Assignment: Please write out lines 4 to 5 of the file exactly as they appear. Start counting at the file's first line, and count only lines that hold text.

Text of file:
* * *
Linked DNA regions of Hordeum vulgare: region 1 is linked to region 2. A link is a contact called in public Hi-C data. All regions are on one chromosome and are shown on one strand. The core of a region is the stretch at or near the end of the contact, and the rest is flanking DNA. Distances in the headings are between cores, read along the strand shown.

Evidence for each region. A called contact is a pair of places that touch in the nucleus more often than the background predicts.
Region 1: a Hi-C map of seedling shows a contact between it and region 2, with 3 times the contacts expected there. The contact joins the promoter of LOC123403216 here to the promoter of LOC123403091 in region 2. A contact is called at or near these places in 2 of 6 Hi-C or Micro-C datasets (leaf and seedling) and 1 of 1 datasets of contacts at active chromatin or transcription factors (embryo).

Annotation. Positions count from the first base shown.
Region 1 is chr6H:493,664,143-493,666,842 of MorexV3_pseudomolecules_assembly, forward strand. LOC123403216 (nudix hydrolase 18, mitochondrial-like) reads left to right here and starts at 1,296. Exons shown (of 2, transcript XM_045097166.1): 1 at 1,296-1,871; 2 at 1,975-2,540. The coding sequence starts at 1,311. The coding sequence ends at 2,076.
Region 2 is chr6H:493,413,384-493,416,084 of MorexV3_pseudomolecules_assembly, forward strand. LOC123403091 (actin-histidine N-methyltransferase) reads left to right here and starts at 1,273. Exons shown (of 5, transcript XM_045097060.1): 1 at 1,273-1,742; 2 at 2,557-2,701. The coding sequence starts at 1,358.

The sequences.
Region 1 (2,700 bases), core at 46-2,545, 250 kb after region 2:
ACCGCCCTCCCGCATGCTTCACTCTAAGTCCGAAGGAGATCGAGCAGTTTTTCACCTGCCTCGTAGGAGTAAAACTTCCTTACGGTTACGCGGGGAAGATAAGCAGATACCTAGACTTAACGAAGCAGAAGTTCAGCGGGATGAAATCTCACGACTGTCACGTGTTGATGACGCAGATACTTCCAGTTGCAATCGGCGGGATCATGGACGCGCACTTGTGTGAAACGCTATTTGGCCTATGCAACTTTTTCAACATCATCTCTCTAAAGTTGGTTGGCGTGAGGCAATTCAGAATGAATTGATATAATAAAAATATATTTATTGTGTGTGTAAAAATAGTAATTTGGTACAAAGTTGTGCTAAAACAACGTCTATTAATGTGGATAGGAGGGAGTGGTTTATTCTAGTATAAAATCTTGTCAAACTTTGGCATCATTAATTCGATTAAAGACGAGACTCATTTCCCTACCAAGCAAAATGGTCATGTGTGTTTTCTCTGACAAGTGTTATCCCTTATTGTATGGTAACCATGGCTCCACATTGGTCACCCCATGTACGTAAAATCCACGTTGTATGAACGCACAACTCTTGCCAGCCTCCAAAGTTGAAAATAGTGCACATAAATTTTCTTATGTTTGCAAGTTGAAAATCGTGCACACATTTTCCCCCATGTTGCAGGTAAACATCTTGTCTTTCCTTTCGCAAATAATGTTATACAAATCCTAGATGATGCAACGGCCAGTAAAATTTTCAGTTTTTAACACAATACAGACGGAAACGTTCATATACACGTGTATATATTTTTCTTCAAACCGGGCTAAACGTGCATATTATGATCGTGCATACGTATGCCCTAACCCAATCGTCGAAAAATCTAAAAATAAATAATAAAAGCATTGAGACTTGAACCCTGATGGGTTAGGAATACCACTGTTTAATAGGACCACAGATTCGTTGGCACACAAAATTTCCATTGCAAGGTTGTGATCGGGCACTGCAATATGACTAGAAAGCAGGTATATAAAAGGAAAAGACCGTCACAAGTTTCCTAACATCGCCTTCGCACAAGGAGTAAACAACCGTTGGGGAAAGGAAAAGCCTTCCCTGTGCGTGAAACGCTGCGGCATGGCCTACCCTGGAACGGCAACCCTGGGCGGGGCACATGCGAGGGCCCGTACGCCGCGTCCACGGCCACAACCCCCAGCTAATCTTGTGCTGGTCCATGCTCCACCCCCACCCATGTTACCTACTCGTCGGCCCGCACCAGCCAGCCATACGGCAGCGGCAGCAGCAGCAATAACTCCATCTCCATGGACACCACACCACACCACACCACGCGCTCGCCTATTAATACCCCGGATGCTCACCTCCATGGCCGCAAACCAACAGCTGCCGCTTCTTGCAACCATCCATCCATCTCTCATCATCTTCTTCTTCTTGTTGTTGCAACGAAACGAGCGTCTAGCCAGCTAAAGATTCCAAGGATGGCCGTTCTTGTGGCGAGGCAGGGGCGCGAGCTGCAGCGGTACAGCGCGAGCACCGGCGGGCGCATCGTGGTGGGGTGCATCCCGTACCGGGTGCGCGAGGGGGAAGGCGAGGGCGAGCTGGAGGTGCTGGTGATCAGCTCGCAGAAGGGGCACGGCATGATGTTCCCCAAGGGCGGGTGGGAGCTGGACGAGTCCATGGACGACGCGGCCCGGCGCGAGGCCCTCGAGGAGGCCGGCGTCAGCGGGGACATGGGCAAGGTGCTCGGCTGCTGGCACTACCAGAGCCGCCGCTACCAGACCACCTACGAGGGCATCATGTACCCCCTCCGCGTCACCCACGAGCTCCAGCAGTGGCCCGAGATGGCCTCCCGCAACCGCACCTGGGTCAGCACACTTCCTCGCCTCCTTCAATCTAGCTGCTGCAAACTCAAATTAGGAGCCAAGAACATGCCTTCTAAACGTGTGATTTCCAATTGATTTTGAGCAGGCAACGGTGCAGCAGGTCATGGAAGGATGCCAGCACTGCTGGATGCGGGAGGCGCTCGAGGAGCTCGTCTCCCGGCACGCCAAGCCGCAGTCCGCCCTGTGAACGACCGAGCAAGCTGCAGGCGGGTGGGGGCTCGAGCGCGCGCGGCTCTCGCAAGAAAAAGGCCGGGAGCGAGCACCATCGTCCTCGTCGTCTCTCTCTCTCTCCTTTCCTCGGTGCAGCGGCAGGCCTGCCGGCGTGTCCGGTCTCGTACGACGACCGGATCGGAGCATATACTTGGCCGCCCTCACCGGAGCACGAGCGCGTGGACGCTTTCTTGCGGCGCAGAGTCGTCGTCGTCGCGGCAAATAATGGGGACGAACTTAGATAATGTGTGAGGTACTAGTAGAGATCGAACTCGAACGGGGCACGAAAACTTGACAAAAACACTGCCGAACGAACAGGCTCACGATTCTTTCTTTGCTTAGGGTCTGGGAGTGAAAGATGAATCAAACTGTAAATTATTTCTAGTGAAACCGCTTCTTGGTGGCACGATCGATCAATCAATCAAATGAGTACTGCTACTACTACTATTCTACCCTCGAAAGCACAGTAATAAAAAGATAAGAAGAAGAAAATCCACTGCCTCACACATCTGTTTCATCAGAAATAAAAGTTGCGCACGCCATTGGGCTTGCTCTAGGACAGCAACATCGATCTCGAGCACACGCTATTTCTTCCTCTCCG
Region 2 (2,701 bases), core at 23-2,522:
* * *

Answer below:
Annotation. Positions count from the first base shown.
Region 1 is chr6H:493,664,143-493,666,842 of MorexV3_pseudomolecules_assembly, forward strand. LOC123403216 (nudix hydrolase 18, mitochondrial-like) reads left to right here and starts at 1,296. Exons shown (of 2, transcript XM_045097166.1): 1 at 1,296-1,871; 2 at 1,975-2,540. The coding sequence starts at 1,311. The coding sequence ends at 2,076.